After experiencing a divorce firsthand, Beth Edwards was filled with inspiration to pursue the YFCS family life education and coaching degree.
Edwards is a former practicing pediatrician and brings her experiences of supporting families to her work in YFCS. Edwards is specifically interested in enriching couple and family relationships and exploring how life events impact parenting and co-parenting dynamics. Conducting a longitudinal study to examine how life events affect parenting was exactly the kind of research Edwards wanted to take on.
YFCS 500 offers students the opportunity to work with a faculty member or organization(s) to design a master’s capstone project that aligns with their professional goals. Upon signing up for this course, Beth Edwards sought to learn more about how large research projects operate and participate in qualitative research.
Research is an important aspect of family science. It is essential to evaluate the work that is being done with families to continue to find ways to improve and to maintain strong lines of communication between researchers and practitioners.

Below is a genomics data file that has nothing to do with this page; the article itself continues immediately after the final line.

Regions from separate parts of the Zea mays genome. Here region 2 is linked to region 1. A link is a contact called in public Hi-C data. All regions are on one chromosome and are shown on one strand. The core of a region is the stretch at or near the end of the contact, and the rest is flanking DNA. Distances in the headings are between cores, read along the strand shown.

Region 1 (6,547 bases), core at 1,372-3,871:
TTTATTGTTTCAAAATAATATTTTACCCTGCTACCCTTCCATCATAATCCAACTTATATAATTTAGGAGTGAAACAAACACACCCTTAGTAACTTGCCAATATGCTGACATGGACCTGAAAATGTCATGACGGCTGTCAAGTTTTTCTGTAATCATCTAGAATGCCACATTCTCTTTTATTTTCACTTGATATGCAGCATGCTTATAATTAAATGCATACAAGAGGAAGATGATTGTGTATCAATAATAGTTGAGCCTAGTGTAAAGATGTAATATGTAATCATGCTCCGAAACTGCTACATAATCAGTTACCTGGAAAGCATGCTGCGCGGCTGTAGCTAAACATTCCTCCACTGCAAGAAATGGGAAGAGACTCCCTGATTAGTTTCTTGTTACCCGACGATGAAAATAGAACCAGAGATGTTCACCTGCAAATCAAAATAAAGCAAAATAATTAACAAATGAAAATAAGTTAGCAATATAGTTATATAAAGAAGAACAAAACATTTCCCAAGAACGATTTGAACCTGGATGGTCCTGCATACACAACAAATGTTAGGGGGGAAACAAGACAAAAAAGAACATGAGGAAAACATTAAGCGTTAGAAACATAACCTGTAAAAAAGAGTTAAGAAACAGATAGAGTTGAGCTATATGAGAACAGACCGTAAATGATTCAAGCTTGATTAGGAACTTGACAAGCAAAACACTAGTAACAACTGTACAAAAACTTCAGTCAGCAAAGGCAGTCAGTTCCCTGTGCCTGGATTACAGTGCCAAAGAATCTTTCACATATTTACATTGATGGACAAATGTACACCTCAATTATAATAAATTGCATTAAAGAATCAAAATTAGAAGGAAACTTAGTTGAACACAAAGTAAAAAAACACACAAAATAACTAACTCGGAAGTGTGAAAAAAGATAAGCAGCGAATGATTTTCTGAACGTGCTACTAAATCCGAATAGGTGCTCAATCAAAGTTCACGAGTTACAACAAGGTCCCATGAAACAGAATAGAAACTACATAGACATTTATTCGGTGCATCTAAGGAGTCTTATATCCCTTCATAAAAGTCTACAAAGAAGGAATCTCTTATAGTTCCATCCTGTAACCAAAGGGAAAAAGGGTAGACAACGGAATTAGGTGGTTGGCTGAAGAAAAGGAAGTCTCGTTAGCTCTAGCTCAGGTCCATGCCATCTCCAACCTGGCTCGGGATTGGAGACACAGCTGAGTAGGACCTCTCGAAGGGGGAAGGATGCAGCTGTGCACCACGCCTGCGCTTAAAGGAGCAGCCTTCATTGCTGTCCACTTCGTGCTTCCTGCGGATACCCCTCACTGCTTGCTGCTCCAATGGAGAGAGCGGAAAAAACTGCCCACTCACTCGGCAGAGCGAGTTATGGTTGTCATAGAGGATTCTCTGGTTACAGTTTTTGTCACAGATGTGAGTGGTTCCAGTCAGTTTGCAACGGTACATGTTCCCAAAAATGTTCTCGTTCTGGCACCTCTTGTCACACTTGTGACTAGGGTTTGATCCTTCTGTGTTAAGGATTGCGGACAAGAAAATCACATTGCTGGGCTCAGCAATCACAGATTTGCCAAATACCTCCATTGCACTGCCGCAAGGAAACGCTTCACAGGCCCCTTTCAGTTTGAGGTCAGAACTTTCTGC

Edwards is currently researching alongside Annie Hardsion-Moody and Sarah Bowen in the Sociology department. They are co-leading a national study of families’ experiences of food insecurity during COVID. The study looks closely at factors that help or hinder family life. Edwards’ role in this research includes conducting interviews, quality-controlling interview transcripts, developing codebooks and coding.
At some point, every individual experiences hardships and trouble, whether that be illness, death, birth, divorce or job loss. The way parents (and families as a whole) deal with these struggles determine the prosperity of family life and healthy relations. Through her research, Edwards will equip family life professionals with knowledge regarding how to advise and empower families worldwide.
Listening to participant’s interviews enlightened Edwards, making her more aware of how powerful sharing a story can be. Her work reinforced the importance of listening to a client and taking the time to understand their position, feelings, and perspective. She emphasizes that “solutions can’t be based solely on what the professional thinks will help; they must be client-driven.” Edwards presented this research recently at the Family Life Coaching Association’s annual meeting.
Beth Edwards is working on her thesis and plans to graduate this fall. She emphasized that her ultimate goal is to help families thrive. She views education and coaching as fantastic opportunities to enrich relationships among families. We await with eager anticipation to see the incredible work Edwards will continue to do next.